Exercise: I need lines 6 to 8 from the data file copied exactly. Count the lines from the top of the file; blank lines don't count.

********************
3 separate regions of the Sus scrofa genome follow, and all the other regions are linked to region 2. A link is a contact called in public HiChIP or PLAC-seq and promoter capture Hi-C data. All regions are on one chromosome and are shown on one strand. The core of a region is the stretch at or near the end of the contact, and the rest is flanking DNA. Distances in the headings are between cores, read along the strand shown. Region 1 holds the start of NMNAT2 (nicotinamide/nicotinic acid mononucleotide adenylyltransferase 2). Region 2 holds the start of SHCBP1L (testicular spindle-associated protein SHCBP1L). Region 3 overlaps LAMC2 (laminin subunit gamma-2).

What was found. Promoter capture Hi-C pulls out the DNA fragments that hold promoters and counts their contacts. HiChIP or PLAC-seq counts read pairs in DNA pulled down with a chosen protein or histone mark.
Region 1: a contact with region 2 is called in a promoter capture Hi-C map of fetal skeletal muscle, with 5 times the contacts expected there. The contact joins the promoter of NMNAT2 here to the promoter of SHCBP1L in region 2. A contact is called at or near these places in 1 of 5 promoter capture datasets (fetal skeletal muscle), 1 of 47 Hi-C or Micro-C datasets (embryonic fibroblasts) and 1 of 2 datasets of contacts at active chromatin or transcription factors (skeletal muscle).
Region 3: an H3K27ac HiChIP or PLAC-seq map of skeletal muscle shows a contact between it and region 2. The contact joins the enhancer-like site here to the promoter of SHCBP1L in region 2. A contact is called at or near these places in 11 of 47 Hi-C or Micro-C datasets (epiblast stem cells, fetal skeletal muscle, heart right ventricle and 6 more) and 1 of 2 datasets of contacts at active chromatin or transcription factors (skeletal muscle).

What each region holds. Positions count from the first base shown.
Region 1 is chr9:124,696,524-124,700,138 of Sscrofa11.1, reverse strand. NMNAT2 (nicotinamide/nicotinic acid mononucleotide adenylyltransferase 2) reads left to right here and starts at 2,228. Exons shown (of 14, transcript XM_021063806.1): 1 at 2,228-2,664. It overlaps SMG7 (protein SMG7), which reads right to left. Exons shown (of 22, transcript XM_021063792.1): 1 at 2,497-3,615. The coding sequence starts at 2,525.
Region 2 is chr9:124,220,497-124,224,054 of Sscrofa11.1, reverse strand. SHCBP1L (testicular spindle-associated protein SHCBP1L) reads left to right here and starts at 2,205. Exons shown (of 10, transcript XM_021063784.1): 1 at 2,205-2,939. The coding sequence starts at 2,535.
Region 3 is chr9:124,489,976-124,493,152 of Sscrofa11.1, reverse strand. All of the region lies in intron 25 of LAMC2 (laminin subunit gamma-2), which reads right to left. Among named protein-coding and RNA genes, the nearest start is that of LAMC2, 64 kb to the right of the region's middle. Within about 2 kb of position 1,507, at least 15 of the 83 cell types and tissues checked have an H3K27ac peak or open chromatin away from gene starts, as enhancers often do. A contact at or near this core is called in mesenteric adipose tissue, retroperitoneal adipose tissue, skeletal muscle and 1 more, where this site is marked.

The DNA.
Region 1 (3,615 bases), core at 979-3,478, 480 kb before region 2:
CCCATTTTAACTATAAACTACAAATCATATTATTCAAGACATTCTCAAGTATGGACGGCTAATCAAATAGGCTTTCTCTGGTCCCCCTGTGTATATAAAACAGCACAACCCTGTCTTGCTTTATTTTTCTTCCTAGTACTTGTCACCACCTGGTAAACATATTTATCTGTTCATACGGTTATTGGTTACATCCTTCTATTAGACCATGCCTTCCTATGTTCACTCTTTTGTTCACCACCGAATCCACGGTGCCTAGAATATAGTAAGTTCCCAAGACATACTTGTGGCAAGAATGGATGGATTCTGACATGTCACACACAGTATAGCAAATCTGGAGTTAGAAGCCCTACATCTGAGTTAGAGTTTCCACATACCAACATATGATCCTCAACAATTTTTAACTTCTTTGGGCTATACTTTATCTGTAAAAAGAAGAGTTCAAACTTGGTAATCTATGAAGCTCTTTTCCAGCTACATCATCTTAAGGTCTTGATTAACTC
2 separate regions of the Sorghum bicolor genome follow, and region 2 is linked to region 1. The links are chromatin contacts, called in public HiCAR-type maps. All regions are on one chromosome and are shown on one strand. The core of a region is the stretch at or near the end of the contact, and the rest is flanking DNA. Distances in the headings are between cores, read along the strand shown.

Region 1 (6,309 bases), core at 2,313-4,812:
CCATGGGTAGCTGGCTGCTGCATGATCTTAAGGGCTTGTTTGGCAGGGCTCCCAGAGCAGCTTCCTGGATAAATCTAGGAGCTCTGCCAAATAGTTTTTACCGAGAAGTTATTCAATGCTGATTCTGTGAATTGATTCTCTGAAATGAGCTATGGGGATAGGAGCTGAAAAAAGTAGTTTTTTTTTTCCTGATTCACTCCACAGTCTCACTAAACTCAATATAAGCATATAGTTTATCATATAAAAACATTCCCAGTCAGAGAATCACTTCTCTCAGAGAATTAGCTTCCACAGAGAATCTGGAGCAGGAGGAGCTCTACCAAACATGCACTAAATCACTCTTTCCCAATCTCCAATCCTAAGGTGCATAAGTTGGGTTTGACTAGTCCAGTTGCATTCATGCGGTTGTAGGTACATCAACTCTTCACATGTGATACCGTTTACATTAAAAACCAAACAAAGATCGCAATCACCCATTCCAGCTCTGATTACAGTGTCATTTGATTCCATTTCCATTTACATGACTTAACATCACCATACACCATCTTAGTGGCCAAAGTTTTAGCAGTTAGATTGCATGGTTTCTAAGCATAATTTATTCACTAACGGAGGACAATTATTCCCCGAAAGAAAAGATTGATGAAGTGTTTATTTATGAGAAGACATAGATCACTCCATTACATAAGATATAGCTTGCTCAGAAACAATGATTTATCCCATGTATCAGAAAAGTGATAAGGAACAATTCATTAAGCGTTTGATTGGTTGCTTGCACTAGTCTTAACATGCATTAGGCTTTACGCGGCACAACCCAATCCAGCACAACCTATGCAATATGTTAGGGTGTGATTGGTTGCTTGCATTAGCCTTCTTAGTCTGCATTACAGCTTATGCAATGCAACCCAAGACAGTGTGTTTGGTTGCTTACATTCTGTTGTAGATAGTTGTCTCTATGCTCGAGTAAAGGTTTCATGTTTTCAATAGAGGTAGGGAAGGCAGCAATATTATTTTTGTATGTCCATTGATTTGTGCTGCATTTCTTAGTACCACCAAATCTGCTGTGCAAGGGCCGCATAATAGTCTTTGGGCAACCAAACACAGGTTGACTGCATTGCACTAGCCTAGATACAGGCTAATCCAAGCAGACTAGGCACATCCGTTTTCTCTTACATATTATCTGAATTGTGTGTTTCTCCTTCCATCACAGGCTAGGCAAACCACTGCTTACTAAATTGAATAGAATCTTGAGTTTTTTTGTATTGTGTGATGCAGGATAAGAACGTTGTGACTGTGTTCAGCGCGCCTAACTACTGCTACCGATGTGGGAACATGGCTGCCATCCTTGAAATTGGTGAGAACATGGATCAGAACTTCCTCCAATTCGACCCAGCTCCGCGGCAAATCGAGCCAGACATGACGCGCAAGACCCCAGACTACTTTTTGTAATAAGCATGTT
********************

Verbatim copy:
Region 1 is chr9:124,696,524-124,700,138 of Sscrofa11.1, reverse strand. NMNAT2 (nicotinamide/nicotinic acid mononucleotide adenylyltransferase 2) reads left to right here and starts at 2,228. Exons shown (of 14, transcript XM_021063806.1): 1 at 2,228-2,664. It overlaps SMG7 (protein SMG7), which reads right to left. Exons shown (of 22, transcript XM_021063792.1): 1 at 2,497-3,615. The coding sequence starts at 2,525.
Region 2 is chr9:124,220,497-124,224,054 of Sscrofa11.1, reverse strand. SHCBP1L (testicular spindle-associated protein SHCBP1L) reads left to right here and starts at 2,205. Exons shown (of 10, transcript XM_021063784.1): 1 at 2,205-2,939. The coding sequence starts at 2,535.
Region 3 is chr9:124,489,976-124,493,152 of Sscrofa11.1, reverse strand. All of the region lies in intron 25 of LAMC2 (laminin subunit gamma-2), which reads right to left. Among named protein-coding and RNA genes, the nearest start is that of LAMC2, 64 kb to the right of the region's middle. Within about 2 kb of position 1,507, at least 15 of the 83 cell types and tissues checked have an H3K27ac peak or open chromatin away from gene starts, as enhancers often do. A contact at or near this core is called in mesenteric adipose tissue, retroperitoneal adipose tissue, skeletal muscle and 1 more, where this site is marked.